Chris Knipp Writing: Movies, Politics, Art

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PostPosted: Thu Feb 15, 2024 3:34 pm 
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Love in a dry climate

Though consciously artificial, this Senegalese tale about a remote, sandy village plagued by drought and wind and a young loving but troubled couple - Banel (Khady Mane), the wife, with cropped hair and a determined air; Adama (Mamadou Diallo), tall, handsome, beautifully dressed even just for minding cattle - makes for a striking, beautiful film, in the tradition yet elegantly original, that whirls us away in a great sand storm as if it was all a dream. Comparisons have been made with Terrence Malick’s Days of Heaven, and indeed this is the most stylized, poetic filmmaking. It's also Africa, distilled into freely flowing outdoor theater of a striking purity. There are no visions or flashbacks, by the way. Every meeting hovers between symbol and direct token.

As usual in movies about traditional African villages, individuals are part of a tight network of religion, laws, tradition, and inheritance. Adama and Banel have always loved each other, but Banel had to marry someone else, who died. Then they could marry. But a chieftain has perished and by inheritance, Adama must become chief, though he is only nineteen. (When we hear that, and then look into his face, we realize he is, despite his statuesque beauty, very young - and without much experience.). He nonetheless stoutly refuses to become chieftain. He does not want to do it. And he does not do it.

Banel is in revolt too. she says that she works from dawn to dusk every day, but she balks at her formidable mother (Binta Racine Sy) in her urgings that she do laundry, or other household tasks. Later she even declares that she does not want to have children. Though there is nothing modern here, she is non-traditional. And a prologue scene as well as her cropped hair suggest she likes women as well as Adama. She likes to kill birds with a slingshot Who is this woman? That is the beauty of it: we don't know.

Banel and Adama have made a plan to dig out the houses on the edge of the village that are buried in sand and live in one, to be by themselves. Adama goes there sometimes by himself and one day returns to tell Banel as if he has seen a vision that he has found what will be their bedroom, a vast room that gives a great sense of freedom. It's like a dream, a new ideal life in sight.

But it will remain only a dream because a gradual slow plague of heat comes upon them. Adama goes out every day to tend the cattle herd because it is in danger. Some of the cattle have died from the heat. Banel protests that he is never there and she never sees him. To a young woman she cynically describes a woman's life as one long round of duties and all the men as interchangeable. Where is the love gone? Onto the sheets of paper, where she writes "Banel & Adama" over and over like a schoolgirl learning cursive, and she says the words too over and over, like an incantation.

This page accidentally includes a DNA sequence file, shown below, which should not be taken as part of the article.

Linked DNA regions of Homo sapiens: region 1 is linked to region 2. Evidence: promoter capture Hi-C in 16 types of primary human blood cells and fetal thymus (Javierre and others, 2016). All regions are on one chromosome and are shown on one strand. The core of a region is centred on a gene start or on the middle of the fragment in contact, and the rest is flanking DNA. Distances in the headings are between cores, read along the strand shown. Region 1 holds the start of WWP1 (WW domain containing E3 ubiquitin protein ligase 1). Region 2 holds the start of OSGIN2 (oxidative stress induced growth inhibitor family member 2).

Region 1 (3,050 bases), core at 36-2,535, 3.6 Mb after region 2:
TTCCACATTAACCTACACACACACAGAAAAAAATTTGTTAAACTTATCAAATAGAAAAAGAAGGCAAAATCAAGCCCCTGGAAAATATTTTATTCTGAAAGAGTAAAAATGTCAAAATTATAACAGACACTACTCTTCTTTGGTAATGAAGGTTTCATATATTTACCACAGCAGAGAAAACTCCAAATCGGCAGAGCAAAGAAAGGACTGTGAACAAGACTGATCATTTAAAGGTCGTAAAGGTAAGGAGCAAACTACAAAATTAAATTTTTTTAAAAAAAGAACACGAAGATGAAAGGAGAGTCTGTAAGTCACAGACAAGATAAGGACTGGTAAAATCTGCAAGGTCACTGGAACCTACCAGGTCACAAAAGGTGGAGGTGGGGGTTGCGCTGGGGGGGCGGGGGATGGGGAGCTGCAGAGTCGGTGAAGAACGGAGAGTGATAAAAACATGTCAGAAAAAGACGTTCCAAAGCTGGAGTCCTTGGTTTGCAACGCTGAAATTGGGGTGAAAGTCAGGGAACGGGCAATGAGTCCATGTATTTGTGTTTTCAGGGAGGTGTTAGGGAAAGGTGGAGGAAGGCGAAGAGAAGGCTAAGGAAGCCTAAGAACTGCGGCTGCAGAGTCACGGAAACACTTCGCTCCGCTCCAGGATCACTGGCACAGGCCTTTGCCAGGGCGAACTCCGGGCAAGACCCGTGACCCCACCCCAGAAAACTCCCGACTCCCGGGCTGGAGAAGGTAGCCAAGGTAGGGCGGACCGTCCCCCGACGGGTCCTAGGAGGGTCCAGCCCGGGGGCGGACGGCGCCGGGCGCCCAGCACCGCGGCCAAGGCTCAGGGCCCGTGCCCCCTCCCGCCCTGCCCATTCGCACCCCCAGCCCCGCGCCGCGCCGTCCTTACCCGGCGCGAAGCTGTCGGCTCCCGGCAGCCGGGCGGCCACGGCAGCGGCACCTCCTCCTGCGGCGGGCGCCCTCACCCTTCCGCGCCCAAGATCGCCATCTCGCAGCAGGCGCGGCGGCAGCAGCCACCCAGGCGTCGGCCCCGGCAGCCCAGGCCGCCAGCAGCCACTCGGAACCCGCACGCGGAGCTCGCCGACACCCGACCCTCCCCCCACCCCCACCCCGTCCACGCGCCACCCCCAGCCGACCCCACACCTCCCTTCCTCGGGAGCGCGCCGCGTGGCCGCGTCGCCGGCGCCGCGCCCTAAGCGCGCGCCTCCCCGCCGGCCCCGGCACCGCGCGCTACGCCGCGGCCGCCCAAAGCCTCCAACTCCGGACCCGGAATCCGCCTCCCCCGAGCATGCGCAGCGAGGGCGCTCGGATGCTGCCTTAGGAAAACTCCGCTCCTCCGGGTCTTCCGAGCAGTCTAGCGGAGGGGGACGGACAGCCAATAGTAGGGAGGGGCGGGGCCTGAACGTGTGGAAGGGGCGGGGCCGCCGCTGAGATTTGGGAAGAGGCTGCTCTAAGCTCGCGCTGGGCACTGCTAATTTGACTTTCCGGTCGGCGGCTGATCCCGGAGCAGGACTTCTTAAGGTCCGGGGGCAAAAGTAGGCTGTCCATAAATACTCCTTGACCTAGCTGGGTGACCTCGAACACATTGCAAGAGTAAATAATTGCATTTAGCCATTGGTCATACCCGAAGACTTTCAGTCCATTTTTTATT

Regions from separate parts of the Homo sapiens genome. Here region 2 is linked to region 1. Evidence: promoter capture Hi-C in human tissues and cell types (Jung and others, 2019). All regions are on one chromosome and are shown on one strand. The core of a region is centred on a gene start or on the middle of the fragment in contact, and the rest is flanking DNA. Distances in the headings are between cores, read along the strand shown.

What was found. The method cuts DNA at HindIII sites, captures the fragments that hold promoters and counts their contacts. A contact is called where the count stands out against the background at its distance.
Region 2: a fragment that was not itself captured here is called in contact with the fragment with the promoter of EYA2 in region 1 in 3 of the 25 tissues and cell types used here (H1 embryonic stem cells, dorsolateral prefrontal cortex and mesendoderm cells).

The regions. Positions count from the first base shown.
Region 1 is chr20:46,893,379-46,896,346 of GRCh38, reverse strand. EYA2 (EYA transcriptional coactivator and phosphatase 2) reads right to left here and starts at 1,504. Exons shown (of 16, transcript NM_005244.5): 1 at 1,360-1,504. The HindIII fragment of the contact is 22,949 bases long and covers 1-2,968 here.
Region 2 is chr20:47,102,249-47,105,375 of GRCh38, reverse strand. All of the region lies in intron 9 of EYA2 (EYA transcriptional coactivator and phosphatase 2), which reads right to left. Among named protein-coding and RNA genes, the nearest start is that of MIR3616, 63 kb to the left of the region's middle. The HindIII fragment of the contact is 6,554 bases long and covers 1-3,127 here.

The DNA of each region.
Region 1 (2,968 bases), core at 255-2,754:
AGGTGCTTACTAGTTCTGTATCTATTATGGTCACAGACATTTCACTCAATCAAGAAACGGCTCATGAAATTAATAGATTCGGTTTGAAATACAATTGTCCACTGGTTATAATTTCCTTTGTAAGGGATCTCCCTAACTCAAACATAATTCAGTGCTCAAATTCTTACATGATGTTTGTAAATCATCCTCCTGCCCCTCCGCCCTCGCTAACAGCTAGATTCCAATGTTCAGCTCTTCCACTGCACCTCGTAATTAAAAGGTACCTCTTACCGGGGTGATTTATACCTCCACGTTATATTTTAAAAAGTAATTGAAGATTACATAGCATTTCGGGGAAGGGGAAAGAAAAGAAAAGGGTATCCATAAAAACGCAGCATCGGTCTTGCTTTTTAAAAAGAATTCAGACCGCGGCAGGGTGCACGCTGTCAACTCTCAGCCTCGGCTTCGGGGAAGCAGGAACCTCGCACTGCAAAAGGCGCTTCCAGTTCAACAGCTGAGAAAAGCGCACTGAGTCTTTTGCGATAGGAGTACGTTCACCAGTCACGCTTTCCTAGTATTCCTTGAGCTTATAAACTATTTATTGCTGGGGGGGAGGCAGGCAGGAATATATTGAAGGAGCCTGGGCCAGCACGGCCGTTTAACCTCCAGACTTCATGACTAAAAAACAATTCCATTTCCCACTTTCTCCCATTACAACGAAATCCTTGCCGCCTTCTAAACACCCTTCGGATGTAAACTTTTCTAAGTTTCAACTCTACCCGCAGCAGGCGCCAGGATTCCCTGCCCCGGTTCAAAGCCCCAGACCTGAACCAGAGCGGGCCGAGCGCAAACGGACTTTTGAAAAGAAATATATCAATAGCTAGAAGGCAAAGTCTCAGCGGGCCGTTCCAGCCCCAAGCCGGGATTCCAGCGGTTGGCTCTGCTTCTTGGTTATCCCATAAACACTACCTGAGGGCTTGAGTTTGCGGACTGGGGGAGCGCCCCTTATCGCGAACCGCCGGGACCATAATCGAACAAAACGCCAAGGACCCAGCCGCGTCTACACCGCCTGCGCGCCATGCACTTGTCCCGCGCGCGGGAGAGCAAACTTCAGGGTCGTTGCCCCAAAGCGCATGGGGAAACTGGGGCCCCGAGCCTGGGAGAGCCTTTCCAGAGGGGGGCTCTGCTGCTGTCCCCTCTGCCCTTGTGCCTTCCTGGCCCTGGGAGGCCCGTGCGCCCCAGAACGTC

More cattle die. Then all the cattle die. And then men leave because there is no life for them here. Some reviews have felt that Sy fumbles the ending, and indeed it is the buildup that is best. Jessica Kiang wrote sympathetically of Banel & Adama in her Cannes Variety review. "Sy’s film," she says, "is a curious little fable, not quite fully formed in its final stages, and occasionally so sedate and opaque, under Bachar Mar-Khalifé’s melodic, piano-forward score, that it feels like it is drowsing." She also spoke of the images, "Glorying in the impressionistic prettiness of DP Amine Berrada’s camerawork, with its signature images of sun flares and sand dunes." She concludes that desite limitations "it’s a striking debut nonetheless, especially as it revolves, with graceful poetry around the inner experiences of such a curious, unknowable woman." Yes. This is a fresh, fable-like entry in the African cinema of village life. The young, beautiful dirctor (see her shine at the Cannes Q&A) was born in France of Senegalese parents. Northern Senegal, familiar from regular holiday visits, was a palate for her to paint with. She has drawn, among other things, a tale of global warming.

Banel & Adama/Banel e Adama,, 87 mins., Pulaar with English subtitles, debuted in competition at Cannes May 20, 2023, showing also at Munich, Melbourne, London and other international festivals. Rleased in France Aug. 30, 2023, it received an AlloCiné press rating of 3.0 (60%) and spectators' rating of 3.2 (64%). A Kino Lorber release. Screened for this review as part of the Rendez-Vous with French Cinema at Lincoln Center, New York (Feb. 29-Mar. 10, 2024. Showtimes:
Sunday, March 3 at 1:00pm (Q&A with Ramata-Toulaye Sy)
Wednesday, March 6 at 3:45pm


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